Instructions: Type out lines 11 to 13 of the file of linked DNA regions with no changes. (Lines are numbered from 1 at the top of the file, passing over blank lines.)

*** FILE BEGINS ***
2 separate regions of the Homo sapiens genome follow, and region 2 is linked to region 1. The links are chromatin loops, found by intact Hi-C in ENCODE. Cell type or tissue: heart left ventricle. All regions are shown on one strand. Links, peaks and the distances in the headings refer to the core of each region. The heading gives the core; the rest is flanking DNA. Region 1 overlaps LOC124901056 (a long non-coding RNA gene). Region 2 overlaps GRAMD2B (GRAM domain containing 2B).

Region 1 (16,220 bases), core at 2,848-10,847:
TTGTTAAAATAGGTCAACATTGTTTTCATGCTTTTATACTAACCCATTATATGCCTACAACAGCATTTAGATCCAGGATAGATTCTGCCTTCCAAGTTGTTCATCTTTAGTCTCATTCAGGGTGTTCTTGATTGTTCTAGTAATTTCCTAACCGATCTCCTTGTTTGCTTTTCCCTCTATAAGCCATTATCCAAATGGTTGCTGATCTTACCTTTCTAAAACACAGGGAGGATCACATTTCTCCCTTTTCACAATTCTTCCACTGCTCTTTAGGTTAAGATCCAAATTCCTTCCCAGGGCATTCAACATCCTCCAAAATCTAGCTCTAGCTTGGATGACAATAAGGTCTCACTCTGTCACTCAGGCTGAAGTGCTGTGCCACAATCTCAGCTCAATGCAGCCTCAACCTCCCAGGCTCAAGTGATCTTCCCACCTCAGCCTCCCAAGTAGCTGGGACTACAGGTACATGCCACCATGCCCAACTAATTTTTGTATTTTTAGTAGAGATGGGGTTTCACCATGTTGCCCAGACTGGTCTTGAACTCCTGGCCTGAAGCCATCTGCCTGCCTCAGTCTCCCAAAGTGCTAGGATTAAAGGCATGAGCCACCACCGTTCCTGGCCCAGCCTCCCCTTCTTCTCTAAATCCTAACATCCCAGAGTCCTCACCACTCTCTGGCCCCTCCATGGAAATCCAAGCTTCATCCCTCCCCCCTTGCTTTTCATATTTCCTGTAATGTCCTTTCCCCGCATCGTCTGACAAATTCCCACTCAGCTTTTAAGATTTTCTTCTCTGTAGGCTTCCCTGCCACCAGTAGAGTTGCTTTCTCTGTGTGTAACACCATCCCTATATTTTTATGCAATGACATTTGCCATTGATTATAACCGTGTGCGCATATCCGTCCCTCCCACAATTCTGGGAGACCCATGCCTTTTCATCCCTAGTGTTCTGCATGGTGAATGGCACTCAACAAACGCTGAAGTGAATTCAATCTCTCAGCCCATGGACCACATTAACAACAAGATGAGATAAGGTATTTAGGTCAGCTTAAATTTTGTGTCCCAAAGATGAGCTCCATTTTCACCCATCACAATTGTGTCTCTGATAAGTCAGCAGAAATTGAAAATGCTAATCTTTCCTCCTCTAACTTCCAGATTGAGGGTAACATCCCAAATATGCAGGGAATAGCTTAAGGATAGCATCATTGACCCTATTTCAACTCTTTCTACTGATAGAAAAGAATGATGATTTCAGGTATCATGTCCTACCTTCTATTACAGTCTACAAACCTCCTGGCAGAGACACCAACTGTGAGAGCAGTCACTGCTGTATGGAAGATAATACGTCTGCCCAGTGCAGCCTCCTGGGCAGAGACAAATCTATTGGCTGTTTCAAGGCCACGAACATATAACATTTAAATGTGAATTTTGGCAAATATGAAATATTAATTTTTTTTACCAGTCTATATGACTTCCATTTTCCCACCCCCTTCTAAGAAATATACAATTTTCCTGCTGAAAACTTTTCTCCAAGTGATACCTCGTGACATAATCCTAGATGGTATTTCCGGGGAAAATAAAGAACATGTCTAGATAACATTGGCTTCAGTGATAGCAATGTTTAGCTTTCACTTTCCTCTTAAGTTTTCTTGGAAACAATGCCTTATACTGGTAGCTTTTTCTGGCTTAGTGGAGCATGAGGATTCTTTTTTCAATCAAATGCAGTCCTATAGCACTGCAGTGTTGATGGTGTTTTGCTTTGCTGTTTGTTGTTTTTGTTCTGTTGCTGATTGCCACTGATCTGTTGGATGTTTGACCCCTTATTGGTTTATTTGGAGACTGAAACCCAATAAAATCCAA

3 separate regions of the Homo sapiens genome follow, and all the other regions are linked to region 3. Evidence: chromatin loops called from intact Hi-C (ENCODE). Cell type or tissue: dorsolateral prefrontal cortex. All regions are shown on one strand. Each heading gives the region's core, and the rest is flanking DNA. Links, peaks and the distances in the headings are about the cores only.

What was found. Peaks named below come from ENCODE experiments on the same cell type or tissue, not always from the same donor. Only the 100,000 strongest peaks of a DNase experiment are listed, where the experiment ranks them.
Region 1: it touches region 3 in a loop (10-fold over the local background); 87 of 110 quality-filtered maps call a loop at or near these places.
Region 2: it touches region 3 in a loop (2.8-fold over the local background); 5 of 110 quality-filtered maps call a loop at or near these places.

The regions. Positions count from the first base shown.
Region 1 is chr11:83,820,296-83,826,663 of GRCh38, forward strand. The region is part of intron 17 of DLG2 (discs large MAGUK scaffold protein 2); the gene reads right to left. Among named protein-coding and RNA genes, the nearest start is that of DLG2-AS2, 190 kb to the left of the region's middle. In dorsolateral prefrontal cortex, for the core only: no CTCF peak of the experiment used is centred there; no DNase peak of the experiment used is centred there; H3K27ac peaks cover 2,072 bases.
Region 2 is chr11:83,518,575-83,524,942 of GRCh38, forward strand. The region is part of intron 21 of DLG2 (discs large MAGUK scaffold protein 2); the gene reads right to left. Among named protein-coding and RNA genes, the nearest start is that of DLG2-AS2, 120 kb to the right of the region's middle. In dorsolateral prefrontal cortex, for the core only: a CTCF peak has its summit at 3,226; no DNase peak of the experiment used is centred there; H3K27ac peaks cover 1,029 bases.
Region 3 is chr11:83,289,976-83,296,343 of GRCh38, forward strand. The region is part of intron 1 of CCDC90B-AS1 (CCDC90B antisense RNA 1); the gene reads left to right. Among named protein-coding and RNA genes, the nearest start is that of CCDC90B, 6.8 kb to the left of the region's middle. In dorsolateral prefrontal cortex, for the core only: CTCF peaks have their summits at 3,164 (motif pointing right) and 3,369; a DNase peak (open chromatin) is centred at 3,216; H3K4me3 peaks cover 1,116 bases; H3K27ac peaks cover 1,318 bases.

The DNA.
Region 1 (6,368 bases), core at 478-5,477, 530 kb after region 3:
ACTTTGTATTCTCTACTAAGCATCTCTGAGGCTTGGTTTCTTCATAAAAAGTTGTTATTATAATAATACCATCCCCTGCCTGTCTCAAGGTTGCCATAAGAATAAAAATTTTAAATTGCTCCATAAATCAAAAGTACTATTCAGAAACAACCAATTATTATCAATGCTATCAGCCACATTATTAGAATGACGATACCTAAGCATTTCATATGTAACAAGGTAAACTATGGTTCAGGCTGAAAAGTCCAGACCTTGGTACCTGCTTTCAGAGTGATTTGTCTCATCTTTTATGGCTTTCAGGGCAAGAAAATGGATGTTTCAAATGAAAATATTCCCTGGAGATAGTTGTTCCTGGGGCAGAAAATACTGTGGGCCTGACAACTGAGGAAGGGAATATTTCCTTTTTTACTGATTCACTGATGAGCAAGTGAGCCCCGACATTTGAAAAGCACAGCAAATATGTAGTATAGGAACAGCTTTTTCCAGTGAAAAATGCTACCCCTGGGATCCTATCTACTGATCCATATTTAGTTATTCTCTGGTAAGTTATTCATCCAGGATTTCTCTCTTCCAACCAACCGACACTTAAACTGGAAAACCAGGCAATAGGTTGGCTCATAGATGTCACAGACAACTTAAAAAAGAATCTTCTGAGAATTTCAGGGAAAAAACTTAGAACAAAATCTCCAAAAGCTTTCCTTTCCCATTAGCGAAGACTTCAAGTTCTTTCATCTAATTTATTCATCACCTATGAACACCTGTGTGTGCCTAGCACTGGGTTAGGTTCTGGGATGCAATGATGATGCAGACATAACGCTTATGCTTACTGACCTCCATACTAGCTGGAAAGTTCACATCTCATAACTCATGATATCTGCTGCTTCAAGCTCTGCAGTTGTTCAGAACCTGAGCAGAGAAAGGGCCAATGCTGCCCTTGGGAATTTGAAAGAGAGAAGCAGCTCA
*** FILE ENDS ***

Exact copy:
Region 3 is chr11:83,289,976-83,296,343 of GRCh38, forward strand. The region is part of intron 1 of CCDC90B-AS1 (CCDC90B antisense RNA 1); the gene reads left to right. Among named protein-coding and RNA genes, the nearest start is that of CCDC90B, 6.8 kb to the left of the region's middle. In dorsolateral prefrontal cortex, for the core only: CTCF peaks have their summits at 3,164 (motif pointing right) and 3,369; a DNase peak (open chromatin) is centred at 3,216; H3K4me3 peaks cover 1,116 bases; H3K27ac peaks cover 1,318 bases.

The DNA.
Region 1 (6,368 bases), core at 478-5,477, 530 kb after region 3: